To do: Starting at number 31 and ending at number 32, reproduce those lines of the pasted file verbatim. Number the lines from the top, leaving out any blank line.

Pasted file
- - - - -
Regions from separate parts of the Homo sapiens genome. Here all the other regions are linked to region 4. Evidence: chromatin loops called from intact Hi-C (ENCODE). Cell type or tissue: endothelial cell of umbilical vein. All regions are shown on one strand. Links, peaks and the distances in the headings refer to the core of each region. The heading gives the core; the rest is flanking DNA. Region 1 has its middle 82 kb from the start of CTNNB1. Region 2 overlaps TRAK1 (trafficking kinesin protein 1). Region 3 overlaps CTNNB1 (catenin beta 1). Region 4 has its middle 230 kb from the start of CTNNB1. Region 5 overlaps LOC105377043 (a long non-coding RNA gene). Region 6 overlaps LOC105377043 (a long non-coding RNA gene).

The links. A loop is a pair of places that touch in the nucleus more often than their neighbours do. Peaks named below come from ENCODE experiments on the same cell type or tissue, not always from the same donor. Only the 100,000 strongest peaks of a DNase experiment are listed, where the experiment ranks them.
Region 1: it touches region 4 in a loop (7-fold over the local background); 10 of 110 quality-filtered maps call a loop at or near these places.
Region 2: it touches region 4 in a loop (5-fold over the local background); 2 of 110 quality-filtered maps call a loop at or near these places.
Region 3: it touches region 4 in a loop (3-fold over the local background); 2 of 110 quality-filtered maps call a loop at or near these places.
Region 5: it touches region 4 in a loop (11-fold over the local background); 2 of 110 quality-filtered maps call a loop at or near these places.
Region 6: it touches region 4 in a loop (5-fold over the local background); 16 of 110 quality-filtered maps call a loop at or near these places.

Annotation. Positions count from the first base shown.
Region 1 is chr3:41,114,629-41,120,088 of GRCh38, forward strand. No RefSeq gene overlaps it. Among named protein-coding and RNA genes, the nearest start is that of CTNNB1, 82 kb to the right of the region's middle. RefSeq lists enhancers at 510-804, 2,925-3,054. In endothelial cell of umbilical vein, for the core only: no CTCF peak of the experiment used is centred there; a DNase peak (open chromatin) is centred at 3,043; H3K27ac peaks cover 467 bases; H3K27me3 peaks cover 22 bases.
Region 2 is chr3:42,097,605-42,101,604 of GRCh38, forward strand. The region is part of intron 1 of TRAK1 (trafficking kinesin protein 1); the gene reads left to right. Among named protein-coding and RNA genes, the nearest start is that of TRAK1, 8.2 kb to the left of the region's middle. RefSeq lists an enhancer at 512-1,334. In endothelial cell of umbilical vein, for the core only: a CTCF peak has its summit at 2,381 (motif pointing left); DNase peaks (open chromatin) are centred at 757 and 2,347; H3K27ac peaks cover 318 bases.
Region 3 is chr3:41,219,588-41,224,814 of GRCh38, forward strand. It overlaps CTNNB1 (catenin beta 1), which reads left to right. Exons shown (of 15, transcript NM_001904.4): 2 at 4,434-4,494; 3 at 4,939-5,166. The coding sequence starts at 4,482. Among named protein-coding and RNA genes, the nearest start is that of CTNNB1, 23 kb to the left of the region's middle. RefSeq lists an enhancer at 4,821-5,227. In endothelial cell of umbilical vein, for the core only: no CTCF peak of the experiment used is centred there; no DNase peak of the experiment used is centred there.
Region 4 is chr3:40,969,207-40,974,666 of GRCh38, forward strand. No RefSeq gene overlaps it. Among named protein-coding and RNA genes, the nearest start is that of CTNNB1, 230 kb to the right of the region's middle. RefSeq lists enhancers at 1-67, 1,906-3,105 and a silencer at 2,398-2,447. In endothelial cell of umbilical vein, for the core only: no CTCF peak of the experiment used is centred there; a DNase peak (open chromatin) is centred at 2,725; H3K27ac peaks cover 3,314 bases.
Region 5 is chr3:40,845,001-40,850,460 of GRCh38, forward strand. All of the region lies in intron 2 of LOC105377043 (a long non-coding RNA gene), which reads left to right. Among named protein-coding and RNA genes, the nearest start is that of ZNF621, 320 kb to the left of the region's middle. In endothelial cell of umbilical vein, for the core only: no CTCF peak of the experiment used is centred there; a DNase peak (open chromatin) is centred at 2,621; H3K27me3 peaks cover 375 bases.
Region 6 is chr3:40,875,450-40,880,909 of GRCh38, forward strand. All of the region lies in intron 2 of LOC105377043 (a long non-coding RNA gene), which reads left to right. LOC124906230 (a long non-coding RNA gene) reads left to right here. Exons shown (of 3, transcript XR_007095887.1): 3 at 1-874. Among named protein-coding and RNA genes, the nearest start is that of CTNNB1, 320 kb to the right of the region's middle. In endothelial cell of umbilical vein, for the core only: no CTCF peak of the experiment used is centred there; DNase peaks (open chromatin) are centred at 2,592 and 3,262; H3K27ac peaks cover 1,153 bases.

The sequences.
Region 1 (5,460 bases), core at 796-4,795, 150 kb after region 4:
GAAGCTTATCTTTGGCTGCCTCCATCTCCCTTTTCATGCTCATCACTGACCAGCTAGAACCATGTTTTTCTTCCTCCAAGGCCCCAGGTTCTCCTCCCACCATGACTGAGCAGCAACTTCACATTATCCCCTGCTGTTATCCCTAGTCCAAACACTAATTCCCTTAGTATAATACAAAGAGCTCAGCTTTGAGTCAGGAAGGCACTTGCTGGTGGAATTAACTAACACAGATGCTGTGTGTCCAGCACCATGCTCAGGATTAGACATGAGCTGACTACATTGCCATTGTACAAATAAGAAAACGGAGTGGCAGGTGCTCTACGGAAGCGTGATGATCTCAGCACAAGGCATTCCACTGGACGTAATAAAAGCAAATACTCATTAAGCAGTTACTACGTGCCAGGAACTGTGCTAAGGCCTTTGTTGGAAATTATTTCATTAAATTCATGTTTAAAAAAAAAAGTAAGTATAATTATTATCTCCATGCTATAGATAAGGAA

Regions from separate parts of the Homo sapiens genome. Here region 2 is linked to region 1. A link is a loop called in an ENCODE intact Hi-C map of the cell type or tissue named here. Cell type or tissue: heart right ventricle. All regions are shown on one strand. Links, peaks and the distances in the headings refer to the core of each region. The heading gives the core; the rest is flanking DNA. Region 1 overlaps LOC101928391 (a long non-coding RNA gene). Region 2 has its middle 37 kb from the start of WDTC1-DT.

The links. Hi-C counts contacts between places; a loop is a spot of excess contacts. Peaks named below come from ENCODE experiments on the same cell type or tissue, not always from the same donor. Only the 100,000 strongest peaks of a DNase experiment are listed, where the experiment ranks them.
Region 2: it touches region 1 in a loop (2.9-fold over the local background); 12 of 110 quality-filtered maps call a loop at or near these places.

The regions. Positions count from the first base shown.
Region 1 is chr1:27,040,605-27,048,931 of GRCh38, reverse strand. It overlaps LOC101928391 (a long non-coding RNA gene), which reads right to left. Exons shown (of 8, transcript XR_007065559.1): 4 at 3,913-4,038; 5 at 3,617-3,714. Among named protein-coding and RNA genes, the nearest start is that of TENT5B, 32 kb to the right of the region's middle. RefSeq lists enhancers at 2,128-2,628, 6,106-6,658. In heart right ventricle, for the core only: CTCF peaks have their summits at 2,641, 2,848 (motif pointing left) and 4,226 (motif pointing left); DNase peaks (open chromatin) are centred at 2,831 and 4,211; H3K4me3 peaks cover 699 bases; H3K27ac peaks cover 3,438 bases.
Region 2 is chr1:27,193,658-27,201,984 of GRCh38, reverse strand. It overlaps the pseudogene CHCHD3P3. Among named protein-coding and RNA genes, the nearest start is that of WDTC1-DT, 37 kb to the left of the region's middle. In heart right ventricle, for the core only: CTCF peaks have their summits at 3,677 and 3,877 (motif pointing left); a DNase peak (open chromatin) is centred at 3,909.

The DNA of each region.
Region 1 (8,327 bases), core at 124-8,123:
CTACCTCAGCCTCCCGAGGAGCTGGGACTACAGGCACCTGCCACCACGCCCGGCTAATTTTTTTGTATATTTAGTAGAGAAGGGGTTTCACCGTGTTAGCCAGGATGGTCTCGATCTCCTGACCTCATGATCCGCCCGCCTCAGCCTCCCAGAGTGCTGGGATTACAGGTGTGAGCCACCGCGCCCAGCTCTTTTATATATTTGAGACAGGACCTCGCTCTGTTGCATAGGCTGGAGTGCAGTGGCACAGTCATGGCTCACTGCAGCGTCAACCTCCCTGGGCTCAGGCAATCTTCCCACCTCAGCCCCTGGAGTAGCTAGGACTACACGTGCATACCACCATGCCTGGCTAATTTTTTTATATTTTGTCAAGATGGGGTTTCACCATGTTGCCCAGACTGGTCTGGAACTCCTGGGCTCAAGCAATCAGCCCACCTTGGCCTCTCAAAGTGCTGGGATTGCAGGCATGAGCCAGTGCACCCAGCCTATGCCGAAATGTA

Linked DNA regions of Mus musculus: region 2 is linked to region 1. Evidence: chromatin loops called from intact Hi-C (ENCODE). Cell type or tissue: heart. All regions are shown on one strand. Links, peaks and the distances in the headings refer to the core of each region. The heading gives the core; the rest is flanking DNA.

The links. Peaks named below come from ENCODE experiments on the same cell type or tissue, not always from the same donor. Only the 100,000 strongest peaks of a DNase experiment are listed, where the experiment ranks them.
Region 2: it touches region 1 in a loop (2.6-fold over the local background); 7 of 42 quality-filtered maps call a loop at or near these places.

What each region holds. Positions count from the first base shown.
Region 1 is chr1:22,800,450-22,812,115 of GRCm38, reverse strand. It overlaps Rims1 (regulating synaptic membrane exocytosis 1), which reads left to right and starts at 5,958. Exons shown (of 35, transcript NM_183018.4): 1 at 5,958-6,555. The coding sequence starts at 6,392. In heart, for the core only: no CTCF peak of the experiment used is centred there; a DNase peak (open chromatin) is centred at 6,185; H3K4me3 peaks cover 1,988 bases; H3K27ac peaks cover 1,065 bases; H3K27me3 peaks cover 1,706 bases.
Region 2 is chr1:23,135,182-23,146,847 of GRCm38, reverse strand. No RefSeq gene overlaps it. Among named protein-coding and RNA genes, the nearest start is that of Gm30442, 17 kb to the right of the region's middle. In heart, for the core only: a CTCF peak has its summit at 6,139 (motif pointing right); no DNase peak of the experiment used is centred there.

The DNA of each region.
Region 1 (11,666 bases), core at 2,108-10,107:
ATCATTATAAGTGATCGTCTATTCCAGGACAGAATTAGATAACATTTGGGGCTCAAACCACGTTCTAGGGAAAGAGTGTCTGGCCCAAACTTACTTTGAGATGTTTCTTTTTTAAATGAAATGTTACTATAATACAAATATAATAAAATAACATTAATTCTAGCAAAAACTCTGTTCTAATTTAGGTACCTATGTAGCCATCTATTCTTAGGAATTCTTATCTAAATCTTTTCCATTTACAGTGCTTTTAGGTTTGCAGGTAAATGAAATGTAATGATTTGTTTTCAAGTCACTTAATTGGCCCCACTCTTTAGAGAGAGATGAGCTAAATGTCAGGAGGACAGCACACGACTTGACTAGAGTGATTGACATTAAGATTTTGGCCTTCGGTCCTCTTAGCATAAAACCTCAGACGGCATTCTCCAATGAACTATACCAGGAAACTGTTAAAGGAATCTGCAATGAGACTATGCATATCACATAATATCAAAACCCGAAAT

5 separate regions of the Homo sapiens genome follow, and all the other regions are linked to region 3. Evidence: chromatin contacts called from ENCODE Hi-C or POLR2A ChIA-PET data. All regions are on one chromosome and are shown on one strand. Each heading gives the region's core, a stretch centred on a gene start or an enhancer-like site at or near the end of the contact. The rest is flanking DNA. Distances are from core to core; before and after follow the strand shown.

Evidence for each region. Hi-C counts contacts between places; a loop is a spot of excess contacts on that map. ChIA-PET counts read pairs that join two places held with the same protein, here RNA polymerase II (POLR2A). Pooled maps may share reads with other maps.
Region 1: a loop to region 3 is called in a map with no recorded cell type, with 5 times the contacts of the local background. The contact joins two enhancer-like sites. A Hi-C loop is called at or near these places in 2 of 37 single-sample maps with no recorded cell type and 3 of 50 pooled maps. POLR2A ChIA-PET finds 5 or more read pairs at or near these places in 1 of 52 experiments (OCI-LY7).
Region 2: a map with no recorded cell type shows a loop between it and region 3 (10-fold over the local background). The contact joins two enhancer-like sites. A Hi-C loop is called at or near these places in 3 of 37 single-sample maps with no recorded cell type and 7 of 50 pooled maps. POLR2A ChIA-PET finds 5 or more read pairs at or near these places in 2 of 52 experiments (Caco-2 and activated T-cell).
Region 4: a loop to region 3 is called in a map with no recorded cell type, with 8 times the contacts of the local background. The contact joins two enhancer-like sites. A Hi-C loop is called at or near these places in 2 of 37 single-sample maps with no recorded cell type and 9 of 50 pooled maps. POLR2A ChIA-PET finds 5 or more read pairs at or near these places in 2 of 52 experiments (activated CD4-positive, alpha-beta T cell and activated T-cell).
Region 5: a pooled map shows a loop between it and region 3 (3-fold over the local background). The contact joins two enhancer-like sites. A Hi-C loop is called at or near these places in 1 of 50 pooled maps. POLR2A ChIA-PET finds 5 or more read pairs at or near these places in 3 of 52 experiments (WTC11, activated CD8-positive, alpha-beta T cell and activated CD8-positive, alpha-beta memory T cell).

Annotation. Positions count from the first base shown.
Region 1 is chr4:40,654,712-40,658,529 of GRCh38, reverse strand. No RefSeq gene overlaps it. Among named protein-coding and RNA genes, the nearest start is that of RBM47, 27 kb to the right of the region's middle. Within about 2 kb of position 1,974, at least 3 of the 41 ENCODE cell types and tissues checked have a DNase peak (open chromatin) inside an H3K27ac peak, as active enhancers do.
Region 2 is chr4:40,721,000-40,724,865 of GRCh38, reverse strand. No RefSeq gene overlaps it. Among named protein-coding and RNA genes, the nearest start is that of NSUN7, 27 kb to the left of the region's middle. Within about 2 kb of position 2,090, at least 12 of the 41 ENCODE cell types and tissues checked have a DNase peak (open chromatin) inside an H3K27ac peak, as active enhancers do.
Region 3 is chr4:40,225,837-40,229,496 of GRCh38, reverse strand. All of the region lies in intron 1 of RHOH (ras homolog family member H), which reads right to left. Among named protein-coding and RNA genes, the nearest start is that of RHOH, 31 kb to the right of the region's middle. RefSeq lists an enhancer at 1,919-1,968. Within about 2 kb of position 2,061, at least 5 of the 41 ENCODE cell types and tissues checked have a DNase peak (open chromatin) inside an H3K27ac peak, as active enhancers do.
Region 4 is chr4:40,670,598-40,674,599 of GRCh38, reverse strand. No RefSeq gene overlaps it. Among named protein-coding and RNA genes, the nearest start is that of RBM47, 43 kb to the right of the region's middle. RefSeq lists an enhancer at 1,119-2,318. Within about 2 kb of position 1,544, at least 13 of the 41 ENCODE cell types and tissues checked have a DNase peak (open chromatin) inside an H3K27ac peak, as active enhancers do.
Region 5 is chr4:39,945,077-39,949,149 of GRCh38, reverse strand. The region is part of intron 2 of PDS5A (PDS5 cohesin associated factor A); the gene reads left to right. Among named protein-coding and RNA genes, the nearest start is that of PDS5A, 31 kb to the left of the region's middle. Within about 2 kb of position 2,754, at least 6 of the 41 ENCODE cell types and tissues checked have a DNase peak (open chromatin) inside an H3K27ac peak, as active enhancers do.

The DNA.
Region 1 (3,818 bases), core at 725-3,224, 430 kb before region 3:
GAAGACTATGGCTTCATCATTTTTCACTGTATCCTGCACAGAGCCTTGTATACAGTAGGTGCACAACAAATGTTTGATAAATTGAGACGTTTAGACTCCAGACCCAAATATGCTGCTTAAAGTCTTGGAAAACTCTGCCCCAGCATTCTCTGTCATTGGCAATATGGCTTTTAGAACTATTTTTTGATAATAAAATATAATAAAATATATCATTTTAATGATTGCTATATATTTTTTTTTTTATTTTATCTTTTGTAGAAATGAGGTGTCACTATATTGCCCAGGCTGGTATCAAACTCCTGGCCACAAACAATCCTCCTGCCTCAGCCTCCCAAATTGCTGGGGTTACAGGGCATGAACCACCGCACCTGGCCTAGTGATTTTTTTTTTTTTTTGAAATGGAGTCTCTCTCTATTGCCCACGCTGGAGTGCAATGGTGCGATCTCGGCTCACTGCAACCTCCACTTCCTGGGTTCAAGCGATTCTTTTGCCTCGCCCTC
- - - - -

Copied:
Region 1 is chr1:22,800,450-22,812,115 of GRCm38, reverse strand. It overlaps Rims1 (regulating synaptic membrane exocytosis 1), which reads left to right and starts at 5,958. Exons shown (of 35, transcript NM_183018.4): 1 at 5,958-6,555. The coding sequence starts at 6,392. In heart, for the core only: no CTCF peak of the experiment used is centred there; a DNase peak (open chromatin) is centred at 6,185; H3K4me3 peaks cover 1,988 bases; H3K27ac peaks cover 1,065 bases; H3K27me3 peaks cover 1,706 bases.
Region 2 is chr1:23,135,182-23,146,847 of GRCm38, reverse strand. No RefSeq gene overlaps it. Among named protein-coding and RNA genes, the nearest start is that of Gm30442, 17 kb to the right of the region's middle. In heart, for the core only: a CTCF peak has its summit at 6,139 (motif pointing right); no DNase peak of the experiment used is centred there.